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Secretary of Navy Josephus Daniels to Rear Admiral Austin M. Knight, Commander, United States Asiatic Fleet


January 21,1918.

Commander-in-Chief, Asiatic.

14019. Department approves patrol Yangete [i.e., Yangtze] River in accordance with mutual agreement to be reached between representatives of interested nations, namely United Sates, Great Britian, Frnace and Japan.1

Acknowledge and keep Department promptly and fully informed.2 16021.


Sgd. Josephus Daniels.

Source Note: Cy, DNA, RG 45, Entry 517B.

Footnote 1: According to historian William R. Braisted, this statement represented an important policy decision. RAdm. Knight had suggested that the river patrol be established by an agreement between Great Britain and the United States without involving “the other powers which might later prove embarrassing.” In particular, this was aimed at restricting Japan’s presence in the Yangtze region. Braisted, The United States Navy in the Pacific, 1909-1922: 318. However, as seen here, Daniels decided that the patrol should include all interested powers.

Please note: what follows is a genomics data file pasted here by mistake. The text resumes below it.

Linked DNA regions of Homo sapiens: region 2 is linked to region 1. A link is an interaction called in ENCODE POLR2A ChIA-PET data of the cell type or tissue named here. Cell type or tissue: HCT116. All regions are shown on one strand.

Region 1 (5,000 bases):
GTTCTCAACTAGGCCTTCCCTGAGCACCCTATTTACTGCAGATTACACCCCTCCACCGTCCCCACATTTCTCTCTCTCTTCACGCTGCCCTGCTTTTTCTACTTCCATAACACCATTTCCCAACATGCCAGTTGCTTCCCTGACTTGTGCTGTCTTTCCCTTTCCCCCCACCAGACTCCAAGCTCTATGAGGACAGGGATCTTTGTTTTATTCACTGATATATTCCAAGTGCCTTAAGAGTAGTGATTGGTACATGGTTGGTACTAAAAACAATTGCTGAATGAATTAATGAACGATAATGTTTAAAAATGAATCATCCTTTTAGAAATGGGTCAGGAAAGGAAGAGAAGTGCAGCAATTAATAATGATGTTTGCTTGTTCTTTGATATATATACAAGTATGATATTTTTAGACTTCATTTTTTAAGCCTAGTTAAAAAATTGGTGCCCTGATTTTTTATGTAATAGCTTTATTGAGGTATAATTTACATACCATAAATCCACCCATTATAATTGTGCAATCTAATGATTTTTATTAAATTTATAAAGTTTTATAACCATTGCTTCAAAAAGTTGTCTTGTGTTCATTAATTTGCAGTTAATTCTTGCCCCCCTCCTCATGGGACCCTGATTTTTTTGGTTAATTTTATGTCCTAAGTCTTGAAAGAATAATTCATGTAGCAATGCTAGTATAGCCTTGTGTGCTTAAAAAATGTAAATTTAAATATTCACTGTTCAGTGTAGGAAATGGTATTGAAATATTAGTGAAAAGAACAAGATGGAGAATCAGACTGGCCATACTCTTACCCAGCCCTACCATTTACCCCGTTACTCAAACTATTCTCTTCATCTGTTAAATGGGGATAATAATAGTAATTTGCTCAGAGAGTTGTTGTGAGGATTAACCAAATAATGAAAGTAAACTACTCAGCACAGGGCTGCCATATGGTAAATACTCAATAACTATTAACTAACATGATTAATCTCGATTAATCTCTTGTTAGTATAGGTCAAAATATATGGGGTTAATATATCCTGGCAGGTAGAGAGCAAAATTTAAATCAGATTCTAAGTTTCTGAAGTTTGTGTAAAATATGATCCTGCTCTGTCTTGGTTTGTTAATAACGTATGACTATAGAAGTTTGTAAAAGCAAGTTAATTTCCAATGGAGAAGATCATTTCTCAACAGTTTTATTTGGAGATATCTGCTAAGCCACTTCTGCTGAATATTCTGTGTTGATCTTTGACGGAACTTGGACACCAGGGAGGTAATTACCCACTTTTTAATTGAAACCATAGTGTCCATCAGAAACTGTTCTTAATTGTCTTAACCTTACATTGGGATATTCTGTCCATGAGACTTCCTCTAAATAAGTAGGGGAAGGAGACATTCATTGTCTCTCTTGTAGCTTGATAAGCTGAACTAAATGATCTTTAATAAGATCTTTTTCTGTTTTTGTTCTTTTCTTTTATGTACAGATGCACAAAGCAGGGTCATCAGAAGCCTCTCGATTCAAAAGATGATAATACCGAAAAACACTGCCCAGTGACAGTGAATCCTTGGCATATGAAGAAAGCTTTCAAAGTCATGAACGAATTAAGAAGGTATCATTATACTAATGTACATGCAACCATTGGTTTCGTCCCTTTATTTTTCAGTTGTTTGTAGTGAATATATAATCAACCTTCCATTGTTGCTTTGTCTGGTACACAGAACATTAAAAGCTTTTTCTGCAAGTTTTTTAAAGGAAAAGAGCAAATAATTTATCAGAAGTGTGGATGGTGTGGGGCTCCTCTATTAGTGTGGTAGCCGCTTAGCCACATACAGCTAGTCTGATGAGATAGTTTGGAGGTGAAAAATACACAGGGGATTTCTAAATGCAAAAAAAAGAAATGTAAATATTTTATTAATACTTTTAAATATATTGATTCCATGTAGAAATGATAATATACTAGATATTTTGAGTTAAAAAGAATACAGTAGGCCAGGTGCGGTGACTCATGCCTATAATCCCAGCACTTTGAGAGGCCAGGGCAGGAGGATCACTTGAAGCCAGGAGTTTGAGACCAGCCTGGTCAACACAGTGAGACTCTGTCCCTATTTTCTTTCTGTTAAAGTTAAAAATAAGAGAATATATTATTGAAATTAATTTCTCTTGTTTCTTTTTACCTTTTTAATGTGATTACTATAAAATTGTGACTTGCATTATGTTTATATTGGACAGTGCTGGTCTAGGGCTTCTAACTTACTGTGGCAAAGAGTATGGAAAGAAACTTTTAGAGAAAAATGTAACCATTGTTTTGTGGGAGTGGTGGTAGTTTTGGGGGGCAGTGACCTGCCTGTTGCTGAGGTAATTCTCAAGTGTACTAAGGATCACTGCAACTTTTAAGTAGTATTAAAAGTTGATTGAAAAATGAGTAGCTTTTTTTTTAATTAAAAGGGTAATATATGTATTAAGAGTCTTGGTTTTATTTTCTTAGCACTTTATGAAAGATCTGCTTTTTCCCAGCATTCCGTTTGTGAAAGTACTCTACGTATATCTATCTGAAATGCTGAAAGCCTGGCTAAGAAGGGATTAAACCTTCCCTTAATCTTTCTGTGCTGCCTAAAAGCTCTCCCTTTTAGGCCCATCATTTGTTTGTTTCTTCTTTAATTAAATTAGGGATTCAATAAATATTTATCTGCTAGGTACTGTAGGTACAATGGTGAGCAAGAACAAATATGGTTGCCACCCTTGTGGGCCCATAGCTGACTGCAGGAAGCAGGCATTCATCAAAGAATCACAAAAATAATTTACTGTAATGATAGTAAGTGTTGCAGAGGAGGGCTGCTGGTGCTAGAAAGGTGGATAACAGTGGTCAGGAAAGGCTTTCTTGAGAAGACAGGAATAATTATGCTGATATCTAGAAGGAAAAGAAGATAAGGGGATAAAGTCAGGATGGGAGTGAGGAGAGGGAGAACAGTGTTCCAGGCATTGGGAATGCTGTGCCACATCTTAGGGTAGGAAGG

Footnote 2: The next day VAdm. William S. Sims reported that the British Admiralty had received word from its commander-in-chief in China that a British gunboat patrolling the Yangtze (Chang Jiang) had been fired upon and that an American gunboat, U.S.S. Monocacy, had come under “heavy fire” near “Kienli” [i.e., Jianli] apparently from “Southern troops.” Monocacy returned fire and reportedly killed thirty-three men. Sims to William S. Benson, 22 January 1918, DNA, RG 45, Entry 517B.

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